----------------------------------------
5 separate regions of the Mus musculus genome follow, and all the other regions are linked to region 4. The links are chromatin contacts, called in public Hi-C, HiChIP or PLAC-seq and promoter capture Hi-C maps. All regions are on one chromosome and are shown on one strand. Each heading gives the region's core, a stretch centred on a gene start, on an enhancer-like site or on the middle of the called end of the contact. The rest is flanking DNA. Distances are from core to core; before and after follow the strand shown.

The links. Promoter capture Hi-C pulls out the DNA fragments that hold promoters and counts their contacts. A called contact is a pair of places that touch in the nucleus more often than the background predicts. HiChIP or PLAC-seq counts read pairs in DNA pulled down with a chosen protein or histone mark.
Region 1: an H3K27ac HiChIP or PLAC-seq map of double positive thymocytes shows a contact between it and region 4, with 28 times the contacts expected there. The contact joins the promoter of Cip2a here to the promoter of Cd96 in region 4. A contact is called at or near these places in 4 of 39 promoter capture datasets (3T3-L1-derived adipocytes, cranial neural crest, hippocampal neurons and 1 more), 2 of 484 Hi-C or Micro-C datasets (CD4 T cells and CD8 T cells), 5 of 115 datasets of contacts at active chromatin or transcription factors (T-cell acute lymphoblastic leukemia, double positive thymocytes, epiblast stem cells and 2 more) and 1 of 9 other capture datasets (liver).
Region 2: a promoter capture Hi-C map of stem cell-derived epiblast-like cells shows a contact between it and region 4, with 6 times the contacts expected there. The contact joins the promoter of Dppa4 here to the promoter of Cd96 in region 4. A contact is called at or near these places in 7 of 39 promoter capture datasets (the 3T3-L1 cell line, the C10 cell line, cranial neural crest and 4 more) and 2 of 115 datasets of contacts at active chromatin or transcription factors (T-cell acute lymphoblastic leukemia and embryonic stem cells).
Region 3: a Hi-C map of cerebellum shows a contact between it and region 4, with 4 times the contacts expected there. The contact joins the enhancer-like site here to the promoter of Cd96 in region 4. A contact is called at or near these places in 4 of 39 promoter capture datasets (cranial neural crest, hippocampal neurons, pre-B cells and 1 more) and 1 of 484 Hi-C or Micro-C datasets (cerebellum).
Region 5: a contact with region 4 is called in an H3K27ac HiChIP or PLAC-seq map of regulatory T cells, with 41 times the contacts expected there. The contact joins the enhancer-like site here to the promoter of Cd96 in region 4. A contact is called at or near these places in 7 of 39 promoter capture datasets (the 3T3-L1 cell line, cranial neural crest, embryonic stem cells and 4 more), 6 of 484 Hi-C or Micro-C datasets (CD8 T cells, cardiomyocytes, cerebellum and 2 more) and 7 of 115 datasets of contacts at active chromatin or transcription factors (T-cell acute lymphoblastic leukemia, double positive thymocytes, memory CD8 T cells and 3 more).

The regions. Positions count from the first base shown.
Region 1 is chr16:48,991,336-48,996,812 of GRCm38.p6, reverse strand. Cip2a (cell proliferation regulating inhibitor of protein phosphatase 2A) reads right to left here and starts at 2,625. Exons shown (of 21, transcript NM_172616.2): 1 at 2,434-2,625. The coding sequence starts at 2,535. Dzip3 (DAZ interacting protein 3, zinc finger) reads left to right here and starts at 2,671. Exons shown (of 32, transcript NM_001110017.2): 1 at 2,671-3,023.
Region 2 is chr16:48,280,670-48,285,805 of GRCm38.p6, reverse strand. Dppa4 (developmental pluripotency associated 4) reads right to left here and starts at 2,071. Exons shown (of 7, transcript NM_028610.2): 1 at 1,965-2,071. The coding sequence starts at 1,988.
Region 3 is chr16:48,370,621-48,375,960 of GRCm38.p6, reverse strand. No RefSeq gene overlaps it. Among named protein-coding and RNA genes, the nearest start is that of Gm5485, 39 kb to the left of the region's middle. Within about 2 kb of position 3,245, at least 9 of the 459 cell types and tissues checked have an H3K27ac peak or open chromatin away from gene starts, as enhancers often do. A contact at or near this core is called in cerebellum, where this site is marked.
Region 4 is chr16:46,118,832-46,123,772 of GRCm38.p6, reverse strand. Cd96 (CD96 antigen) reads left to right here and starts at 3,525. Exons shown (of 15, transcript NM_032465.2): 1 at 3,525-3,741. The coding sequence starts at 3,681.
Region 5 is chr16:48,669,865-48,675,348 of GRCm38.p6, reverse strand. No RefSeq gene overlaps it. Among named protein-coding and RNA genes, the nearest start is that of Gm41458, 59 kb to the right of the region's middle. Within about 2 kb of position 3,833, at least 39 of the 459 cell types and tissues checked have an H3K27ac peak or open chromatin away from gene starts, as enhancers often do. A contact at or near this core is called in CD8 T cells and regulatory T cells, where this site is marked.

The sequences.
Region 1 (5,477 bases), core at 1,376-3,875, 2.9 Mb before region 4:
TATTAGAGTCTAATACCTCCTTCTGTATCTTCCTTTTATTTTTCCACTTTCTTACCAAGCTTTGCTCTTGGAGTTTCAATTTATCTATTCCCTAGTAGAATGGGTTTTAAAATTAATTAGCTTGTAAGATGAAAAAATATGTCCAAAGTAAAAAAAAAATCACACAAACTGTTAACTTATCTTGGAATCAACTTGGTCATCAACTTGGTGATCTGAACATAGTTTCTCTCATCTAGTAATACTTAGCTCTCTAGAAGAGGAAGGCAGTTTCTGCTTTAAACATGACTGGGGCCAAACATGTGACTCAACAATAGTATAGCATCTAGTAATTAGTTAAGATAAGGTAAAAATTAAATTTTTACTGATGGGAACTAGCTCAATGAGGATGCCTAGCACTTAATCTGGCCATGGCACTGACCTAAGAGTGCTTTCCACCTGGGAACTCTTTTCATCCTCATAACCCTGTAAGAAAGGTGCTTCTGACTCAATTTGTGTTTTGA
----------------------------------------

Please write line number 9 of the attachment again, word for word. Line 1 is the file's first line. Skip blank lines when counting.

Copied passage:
Region 2 is chr16:48,280,670-48,285,805 of GRCm38.p6, reverse strand. Dppa4 (developmental pluripotency associated 4) reads right to left here and starts at 2,071. Exons shown (of 7, transcript NM_028610.2): 1 at 1,965-2,071. The coding sequence starts at 1,988.